Gael Howell. Canberra Regional Meeting.

Niki Harré’s book “Psychology for a Better World – Strategies to Inspire Sustainability” could have been written for Friends. Most Friends in Australia are well aware of the perilous position our planet is in but we are often unsure about how to adopt more sustainable lifestyles.

For 350 years Quakers have observed testimonies to living simply and with integrity as an expression of our spirituality in action for a just and peaceful world. More recently we have been called to live in right relationship with all Creation, recognizing that the entire world is interconnected and is a manifestation of God and that peace and justice depend upon restoring the earth’s ecological integrity.

Niki says in her introduction ” I wrote this book for people (like me) who believe it is worth trying to make a better world in which our species and the ecological systems we are part of can flourish”. Although Niki is an academic psychologist this book is written for those seeking strategies to inspire others to join them in making a difference. She moves from the safe ground of discussing research findings to the riskier terrain of offering advice for action deduced from the psychological research findings.

She incorporates sustainable living into her daily life as well as being active in her local transition town and draws on many personal examples to illustrate the research findings she cites.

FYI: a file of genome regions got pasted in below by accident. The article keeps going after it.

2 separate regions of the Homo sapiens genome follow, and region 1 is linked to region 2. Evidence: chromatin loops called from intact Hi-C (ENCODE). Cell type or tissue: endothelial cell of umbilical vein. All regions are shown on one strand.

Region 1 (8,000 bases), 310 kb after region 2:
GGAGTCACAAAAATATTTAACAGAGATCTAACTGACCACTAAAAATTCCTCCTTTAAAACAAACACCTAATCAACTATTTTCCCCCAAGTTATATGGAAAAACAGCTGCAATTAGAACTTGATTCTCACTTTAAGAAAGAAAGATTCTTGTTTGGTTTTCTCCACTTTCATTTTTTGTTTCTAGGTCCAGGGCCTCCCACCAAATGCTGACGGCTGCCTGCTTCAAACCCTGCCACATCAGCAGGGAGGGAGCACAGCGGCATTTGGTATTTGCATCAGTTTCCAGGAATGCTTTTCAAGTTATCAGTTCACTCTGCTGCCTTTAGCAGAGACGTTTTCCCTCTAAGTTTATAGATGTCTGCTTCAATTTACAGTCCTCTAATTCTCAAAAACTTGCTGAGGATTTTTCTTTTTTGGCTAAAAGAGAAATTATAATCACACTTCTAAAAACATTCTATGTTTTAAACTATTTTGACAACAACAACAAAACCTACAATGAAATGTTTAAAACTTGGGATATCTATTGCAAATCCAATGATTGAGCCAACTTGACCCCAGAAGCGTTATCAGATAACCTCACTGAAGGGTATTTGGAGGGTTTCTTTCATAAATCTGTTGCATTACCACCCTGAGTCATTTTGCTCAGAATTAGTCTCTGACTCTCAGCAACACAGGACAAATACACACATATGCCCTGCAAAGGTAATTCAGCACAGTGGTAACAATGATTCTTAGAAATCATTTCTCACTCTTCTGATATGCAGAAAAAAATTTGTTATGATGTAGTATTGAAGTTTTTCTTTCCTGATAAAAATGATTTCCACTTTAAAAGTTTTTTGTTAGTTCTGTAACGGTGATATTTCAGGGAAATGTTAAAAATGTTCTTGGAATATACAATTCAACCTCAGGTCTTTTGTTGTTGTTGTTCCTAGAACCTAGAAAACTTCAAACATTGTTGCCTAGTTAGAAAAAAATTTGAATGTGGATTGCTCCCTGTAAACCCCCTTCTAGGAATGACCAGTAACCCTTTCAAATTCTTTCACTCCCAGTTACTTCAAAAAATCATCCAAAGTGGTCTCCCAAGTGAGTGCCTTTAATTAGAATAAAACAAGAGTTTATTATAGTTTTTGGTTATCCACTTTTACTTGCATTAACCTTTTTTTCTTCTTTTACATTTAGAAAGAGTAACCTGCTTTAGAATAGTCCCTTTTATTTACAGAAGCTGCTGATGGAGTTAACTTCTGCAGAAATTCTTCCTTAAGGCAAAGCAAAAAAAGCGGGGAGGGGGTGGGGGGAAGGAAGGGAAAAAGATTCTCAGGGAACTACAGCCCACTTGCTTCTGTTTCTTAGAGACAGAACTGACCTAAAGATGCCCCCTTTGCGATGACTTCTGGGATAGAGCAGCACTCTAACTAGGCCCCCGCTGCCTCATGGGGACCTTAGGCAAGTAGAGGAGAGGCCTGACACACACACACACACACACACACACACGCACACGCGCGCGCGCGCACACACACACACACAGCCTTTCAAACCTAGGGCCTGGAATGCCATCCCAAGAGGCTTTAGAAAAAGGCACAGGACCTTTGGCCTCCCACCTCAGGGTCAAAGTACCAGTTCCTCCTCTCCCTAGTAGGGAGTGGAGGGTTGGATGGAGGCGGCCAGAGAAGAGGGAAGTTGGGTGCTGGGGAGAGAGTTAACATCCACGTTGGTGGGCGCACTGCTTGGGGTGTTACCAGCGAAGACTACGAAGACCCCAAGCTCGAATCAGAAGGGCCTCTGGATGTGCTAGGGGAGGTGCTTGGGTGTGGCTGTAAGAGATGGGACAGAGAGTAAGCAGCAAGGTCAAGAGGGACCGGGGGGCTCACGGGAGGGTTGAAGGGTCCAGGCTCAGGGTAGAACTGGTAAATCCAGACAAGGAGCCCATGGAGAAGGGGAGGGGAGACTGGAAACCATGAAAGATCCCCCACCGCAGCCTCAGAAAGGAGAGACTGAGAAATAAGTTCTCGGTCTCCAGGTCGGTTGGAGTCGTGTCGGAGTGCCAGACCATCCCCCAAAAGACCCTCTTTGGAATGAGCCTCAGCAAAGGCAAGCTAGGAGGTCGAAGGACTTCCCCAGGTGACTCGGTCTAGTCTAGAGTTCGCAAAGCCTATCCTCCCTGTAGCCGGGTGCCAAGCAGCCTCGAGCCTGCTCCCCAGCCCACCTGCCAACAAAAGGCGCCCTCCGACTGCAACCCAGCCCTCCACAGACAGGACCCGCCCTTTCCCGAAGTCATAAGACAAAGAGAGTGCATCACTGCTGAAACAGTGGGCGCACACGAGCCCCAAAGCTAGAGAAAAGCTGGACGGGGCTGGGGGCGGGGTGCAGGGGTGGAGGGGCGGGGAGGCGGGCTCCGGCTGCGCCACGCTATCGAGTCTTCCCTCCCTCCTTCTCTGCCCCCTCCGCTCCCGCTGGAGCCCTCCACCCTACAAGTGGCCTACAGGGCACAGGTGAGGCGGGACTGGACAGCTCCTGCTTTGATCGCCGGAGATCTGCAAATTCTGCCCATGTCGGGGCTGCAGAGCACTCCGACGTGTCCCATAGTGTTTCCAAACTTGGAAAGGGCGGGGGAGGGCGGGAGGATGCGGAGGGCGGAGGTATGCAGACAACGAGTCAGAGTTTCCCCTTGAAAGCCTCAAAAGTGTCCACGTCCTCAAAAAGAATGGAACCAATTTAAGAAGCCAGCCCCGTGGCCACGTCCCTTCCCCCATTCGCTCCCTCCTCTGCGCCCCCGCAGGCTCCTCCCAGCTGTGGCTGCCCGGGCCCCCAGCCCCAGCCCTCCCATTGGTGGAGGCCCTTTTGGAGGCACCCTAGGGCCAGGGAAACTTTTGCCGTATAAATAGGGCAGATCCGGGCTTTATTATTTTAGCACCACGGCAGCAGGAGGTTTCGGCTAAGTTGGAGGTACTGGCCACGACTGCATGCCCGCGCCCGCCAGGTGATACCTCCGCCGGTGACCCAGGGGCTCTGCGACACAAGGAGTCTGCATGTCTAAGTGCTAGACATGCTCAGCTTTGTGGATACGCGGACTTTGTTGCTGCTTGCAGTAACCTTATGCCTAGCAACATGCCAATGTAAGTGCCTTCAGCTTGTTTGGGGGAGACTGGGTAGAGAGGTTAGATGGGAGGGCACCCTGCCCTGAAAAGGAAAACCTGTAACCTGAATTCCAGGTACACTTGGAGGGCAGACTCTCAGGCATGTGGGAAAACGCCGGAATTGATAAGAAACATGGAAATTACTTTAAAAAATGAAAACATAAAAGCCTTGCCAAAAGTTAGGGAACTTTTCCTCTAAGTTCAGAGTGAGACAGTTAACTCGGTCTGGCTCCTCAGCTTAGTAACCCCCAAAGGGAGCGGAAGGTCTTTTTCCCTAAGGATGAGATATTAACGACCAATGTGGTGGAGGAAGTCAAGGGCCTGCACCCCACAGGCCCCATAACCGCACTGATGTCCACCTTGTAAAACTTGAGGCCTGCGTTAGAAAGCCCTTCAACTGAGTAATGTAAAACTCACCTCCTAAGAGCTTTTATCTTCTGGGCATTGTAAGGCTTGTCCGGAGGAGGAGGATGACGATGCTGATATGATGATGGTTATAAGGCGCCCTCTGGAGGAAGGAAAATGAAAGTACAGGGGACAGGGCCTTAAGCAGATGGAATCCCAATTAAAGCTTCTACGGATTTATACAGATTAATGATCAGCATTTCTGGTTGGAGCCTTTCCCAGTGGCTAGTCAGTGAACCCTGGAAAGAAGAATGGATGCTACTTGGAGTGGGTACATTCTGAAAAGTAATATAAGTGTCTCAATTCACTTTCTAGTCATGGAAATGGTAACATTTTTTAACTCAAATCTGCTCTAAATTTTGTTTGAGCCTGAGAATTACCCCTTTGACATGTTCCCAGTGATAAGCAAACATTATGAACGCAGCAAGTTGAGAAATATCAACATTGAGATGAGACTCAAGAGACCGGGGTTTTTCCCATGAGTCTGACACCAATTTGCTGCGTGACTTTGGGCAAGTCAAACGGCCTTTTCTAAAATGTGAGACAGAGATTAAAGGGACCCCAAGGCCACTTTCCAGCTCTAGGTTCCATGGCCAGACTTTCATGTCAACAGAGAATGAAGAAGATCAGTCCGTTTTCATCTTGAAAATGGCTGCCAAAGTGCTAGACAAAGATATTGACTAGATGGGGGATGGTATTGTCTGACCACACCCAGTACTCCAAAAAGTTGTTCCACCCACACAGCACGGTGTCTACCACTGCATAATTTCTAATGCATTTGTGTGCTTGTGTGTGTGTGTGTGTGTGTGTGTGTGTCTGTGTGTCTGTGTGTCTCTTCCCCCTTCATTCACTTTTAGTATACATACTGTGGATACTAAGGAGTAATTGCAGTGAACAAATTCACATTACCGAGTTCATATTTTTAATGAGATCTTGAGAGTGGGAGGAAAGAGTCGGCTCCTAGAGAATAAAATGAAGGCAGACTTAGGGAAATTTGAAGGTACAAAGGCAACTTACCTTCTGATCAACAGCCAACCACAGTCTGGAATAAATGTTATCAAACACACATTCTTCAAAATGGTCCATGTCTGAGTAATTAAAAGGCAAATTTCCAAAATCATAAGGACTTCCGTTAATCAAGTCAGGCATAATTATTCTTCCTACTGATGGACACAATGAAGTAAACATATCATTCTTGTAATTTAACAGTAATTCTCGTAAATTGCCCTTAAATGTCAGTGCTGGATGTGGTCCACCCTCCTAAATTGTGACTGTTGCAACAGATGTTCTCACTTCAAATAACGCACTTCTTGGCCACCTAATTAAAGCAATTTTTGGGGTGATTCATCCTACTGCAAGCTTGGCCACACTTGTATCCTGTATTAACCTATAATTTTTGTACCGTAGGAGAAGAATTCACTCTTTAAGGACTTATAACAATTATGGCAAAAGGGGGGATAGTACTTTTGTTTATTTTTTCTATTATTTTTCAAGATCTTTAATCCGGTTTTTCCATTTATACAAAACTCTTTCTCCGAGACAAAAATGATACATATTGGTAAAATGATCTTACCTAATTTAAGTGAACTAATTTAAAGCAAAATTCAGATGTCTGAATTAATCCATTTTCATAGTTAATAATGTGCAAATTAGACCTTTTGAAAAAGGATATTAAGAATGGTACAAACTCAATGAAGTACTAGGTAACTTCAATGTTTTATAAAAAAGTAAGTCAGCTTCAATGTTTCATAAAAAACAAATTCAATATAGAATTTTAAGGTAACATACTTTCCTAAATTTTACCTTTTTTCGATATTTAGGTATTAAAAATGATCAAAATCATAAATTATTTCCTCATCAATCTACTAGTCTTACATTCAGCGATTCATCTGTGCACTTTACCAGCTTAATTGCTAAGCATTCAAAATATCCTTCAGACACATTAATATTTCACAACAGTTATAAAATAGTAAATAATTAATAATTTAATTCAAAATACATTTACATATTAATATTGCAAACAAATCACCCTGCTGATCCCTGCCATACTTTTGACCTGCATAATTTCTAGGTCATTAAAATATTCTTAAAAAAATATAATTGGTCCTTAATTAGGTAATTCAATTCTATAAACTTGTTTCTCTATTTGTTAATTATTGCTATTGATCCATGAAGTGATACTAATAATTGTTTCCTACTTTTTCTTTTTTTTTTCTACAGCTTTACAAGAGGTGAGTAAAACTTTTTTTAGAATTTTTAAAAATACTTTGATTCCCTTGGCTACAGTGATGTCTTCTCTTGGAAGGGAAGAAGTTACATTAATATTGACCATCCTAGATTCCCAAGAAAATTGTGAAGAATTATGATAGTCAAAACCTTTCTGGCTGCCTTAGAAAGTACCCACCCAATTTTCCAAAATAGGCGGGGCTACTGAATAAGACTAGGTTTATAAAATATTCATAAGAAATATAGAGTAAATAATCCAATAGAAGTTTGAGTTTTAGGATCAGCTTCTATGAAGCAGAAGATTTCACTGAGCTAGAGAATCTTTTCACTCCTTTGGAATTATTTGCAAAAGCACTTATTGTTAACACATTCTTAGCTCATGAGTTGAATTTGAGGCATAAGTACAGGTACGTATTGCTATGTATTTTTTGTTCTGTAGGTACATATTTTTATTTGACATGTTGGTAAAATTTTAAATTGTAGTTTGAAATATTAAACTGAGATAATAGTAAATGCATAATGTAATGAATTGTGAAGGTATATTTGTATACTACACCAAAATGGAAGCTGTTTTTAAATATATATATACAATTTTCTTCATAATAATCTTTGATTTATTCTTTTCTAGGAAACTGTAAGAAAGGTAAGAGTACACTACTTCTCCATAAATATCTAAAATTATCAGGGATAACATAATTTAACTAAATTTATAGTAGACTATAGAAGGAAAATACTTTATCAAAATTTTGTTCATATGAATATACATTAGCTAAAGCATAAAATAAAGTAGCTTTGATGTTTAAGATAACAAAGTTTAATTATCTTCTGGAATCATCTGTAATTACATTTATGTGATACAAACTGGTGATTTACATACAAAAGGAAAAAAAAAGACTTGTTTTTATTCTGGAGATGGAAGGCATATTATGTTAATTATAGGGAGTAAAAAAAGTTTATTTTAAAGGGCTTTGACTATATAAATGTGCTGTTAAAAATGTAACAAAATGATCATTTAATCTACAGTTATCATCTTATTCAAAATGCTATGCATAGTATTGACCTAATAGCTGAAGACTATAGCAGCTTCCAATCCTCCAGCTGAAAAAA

Subsequent chapters help the reader to understand why we behave as we do and how behaviour, including sustainability behaviour, can be influenced. Chapter two is about how positive emotions can inspire the kind of creativity and persistence needed to devise new was of living. Chapter three focuses on copying and how humans find it almost impossible to resist copying the behaviour that they observe. They are also influenced by the stories of what others have done and model themselves on people whose lives they admire. The next chapter is on identity, including who we are, where we fit in and the importance of belonging and supporting each other. It discusses the advantages of nurturing individual and group identities to aid sustainability advocacy.

Finally there is a chapter on morality in which Niki says “ Human moral intuition and reasoning can work for us in promoting a better world if we are able to convincingly frame sustainability issues as moral issues. This will make it possible to create collective rules about how to manage scarce resources fairly”.

The book ends with a useful chapter bringing together the strategies for change discussed in the book, and providing worksheets to enable the reader to analyze what they are doing or would like to do to advance sustainability in the personal group or civic realm.

This is an inspirational and often entertaining read. Niki emphasizes the positive, thus encouraging her readers to envisage a sustainable and pleasurable way of living and finding ways to communicate it to others so that they want to live it too. Caring about the wellbeing of the planet is a whole of life commitment for Niki in which she works to make all her actions consistent with her beliefs. She demonstrates the value of “walking the talk”.

The Quaker Testimony to Integrity is essentially a call for consistency between what a person professes and their actions in “real life.”  We are charged with “being patterns” by George Fox and Niki has given lots of good suggestions about how we can not only be good examples but understand how we can share our message with others and have lots of fun in the process.

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